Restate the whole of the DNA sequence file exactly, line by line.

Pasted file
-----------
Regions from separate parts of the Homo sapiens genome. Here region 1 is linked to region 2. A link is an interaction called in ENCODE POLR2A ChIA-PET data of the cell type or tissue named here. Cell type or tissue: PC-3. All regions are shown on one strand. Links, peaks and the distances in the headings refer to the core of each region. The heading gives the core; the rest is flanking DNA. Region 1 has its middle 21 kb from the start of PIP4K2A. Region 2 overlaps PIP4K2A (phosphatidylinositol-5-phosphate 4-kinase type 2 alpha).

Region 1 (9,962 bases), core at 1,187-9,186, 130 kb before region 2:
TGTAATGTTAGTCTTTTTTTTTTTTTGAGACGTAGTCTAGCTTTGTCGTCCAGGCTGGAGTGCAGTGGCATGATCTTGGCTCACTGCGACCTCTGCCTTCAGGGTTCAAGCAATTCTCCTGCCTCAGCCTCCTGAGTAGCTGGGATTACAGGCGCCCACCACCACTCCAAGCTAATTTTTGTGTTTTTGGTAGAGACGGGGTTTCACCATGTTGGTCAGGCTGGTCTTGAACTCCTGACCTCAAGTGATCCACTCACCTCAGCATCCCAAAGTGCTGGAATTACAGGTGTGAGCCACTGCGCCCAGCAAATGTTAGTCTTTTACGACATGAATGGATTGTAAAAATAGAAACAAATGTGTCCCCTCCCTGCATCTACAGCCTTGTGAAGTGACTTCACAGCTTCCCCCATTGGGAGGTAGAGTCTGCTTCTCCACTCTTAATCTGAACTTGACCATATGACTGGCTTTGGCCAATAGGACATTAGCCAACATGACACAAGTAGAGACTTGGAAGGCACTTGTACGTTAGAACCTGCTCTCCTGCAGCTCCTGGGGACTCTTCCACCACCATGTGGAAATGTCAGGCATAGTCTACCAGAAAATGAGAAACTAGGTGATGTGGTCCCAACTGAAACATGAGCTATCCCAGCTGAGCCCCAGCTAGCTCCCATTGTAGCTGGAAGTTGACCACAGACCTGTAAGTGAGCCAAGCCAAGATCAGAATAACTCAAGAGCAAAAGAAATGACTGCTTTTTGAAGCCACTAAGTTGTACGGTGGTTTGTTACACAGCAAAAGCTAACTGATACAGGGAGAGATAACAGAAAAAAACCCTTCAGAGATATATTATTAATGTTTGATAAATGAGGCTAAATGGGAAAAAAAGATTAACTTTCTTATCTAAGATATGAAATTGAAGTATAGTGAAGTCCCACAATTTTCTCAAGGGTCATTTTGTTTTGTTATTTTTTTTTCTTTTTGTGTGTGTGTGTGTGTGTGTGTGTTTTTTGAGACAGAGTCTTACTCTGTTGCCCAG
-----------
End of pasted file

Regions from separate parts of the Homo sapiens genome. Here region 1 is linked to region 2. A link is an interaction called in ENCODE POLR2A ChIA-PET data of the cell type or tissue named here. Cell type or tissue: PC-3. All regions are shown on one strand. Links, peaks and the distances in the headings refer to the core of each region. The heading gives the core; the rest is flanking DNA. Region 1 has its middle 21 kb from the start of PIP4K2A. Region 2 overlaps PIP4K2A (phosphatidylinositol-5-phosphate 4-kinase type 2 alpha).

Region 1 (9,962 bases), core at 1,187-9,186, 130 kb before region 2:
TGTAATGTTAGTCTTTTTTTTTTTTTGAGACGTAGTCTAGCTTTGTCGTCCAGGCTGGAGTGCAGTGGCATGATCTTGGCTCACTGCGACCTCTGCCTTCAGGGTTCAAGCAATTCTCCTGCCTCAGCCTCCTGAGTAGCTGGGATTACAGGCGCCCACCACCACTCCAAGCTAATTTTTGTGTTTTTGGTAGAGACGGGGTTTCACCATGTTGGTCAGGCTGGTCTTGAACTCCTGACCTCAAGTGATCCACTCACCTCAGCATCCCAAAGTGCTGGAATTACAGGTGTGAGCCACTGCGCCCAGCAAATGTTAGTCTTTTACGACATGAATGGATTGTAAAAATAGAAACAAATGTGTCCCCTCCCTGCATCTACAGCCTTGTGAAGTGACTTCACAGCTTCCCCCATTGGGAGGTAGAGTCTGCTTCTCCACTCTTAATCTGAACTTGACCATATGACTGGCTTTGGCCAATAGGACATTAGCCAACATGACACAAGTAGAGACTTGGAAGGCACTTGTACGTTAGAACCTGCTCTCCTGCAGCTCCTGGGGACTCTTCCACCACCATGTGGAAATGTCAGGCATAGTCTACCAGAAAATGAGAAACTAGGTGATGTGGTCCCAACTGAAACATGAGCTATCCCAGCTGAGCCCCAGCTAGCTCCCATTGTAGCTGGAAGTTGACCACAGACCTGTAAGTGAGCCAAGCCAAGATCAGAATAACTCAAGAGCAAAAGAAATGACTGCTTTTTGAAGCCACTAAGTTGTACGGTGGTTTGTTACACAGCAAAAGCTAACTGATACAGGGAGAGATAACAGAAAAAAACCCTTCAGAGATATATTATTAATGTTTGATAAATGAGGCTAAATGGGAAAAAAAGATTAACTTTCTTATCTAAGATATGAAATTGAAGTATAGTGAAGTCCCACAATTTTCTCAAGGGTCATTTTGTTTTGTTATTTTTTTTTCTTTTTGTGTGTGTGTGTGTGTGTGTGTGTTTTTTGAGACAGAGTCTTACTCTGTTGCCCAG